The study of microorganisms found in prehistoric materials is known as paleomicrobiology. Microbiology, anthropology, history, palaeontology, and archaeology have all contributed to this intriguing domain of research. To diagnose ancient infectious diseases and study the virulence, evolution, and lifestyles of ancient pathogens, the discipline mainly relies on the investigation of microbial aDNA. In the examination of one of the coldest cases in human history, paleomicrobiology played a key role.
Archaea are a category of microorganisms that are related to bacteria but differ in evolution. Many archaea have been discovered to live in harsh conditions, such as high pressures, salt concentrations, or temperatures. Extremophiles are organisms that live in extreme environments. The structure of their cell wall differs from that of bacteria, and it is thought to be more stable in harsh conditions, which may explain why some archaea can survive in some of the world's most hostile environments.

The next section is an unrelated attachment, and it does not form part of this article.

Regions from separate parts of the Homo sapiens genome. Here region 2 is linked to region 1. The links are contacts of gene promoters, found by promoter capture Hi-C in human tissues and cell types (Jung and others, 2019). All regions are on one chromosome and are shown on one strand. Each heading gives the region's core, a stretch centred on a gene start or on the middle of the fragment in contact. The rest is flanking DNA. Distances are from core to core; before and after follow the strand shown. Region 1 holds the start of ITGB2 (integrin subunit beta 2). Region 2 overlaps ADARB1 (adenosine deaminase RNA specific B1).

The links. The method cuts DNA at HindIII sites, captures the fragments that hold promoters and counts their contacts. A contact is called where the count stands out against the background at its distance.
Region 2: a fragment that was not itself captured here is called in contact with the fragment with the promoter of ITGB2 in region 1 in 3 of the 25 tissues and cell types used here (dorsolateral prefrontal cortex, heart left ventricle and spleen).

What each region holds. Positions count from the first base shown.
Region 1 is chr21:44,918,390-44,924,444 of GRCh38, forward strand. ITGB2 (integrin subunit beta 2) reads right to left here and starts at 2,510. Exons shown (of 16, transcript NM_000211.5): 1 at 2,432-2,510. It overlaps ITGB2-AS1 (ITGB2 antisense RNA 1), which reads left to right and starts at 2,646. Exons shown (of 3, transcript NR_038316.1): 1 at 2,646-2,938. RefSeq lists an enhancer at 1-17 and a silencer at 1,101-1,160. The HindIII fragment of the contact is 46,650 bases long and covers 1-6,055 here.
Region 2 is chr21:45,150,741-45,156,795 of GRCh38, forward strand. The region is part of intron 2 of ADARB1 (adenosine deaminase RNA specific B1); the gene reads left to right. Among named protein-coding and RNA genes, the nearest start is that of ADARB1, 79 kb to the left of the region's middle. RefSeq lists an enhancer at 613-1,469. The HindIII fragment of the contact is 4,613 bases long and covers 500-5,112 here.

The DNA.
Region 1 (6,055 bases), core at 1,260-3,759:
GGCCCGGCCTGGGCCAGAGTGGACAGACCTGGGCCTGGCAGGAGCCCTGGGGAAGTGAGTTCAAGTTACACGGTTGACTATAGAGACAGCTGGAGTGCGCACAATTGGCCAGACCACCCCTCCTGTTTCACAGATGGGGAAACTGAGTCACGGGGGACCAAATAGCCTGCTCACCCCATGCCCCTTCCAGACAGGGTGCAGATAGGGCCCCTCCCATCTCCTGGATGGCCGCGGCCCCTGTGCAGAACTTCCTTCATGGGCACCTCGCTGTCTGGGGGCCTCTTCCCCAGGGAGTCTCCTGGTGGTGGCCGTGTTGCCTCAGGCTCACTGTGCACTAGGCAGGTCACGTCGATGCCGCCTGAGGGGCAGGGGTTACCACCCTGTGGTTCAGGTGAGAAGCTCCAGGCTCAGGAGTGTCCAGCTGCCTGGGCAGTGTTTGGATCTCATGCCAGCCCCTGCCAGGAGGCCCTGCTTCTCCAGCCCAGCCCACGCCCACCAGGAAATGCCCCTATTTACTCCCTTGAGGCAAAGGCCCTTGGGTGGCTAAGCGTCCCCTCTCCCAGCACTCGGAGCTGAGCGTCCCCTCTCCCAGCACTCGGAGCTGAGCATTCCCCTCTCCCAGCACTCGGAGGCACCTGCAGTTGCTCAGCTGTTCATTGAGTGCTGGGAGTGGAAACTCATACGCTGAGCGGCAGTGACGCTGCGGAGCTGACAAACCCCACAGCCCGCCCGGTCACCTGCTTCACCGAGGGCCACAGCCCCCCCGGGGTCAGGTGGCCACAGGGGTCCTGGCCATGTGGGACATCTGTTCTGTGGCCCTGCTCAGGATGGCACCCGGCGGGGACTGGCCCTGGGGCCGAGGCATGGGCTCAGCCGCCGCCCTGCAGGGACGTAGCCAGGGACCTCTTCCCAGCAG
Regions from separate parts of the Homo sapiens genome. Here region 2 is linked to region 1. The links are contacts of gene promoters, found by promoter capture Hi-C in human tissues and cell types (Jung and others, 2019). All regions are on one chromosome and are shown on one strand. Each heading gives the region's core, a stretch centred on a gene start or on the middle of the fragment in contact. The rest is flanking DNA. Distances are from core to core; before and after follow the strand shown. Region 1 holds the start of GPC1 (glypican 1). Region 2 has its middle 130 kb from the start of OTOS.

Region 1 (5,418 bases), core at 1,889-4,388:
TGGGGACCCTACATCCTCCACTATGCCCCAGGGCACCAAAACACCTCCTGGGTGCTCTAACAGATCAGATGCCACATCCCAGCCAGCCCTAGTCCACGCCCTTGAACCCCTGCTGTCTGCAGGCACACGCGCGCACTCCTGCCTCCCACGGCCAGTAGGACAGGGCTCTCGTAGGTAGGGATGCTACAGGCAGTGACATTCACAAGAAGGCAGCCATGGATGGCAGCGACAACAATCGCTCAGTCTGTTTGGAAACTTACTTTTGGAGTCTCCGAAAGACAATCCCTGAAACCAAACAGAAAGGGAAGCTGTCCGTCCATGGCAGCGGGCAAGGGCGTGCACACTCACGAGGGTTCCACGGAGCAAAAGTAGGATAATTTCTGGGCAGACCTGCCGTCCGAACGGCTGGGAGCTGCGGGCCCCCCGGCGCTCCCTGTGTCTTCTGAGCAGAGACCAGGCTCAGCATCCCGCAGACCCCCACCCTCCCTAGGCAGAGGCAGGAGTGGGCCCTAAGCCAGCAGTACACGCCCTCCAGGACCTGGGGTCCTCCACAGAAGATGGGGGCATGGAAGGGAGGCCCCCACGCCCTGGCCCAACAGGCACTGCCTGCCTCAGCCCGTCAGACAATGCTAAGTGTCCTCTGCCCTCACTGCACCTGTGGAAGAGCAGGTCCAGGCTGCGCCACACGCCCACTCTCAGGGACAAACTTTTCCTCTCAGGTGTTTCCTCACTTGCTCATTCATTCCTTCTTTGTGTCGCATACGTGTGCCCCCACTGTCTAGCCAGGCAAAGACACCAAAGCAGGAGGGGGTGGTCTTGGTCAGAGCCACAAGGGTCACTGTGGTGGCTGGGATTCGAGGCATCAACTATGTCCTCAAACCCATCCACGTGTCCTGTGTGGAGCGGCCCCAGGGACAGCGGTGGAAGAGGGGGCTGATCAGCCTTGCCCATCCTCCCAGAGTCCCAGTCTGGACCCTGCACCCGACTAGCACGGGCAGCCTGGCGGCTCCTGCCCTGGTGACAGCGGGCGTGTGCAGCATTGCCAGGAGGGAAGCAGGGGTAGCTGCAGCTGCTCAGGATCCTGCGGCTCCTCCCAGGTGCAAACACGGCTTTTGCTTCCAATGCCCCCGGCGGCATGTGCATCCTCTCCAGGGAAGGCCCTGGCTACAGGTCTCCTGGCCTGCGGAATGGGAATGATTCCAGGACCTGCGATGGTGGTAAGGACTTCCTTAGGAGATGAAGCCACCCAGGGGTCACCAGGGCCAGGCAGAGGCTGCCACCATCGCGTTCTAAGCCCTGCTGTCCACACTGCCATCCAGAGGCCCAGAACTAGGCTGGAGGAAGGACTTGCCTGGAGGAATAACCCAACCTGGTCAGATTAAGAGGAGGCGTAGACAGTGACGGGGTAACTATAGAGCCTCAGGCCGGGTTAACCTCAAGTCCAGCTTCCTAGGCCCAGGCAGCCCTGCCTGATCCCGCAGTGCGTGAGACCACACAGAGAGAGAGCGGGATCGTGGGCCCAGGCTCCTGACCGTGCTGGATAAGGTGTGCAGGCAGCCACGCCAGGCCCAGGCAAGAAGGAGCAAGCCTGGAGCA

The detection and characterization of both biological and non-biological evidence are crucial to microbial forensic investigations. Microbial forensics aims to deliver credible results quickly in order to preserve public health while also ensuring sufficient validity and quality for law enforcement and policy making. Law enforcement may collaborate with scientists from microbiology, genetics, public health, agriculture, and a variety of other fields to identify and characterise infections or their toxins implicated in biological events in microbial forensics.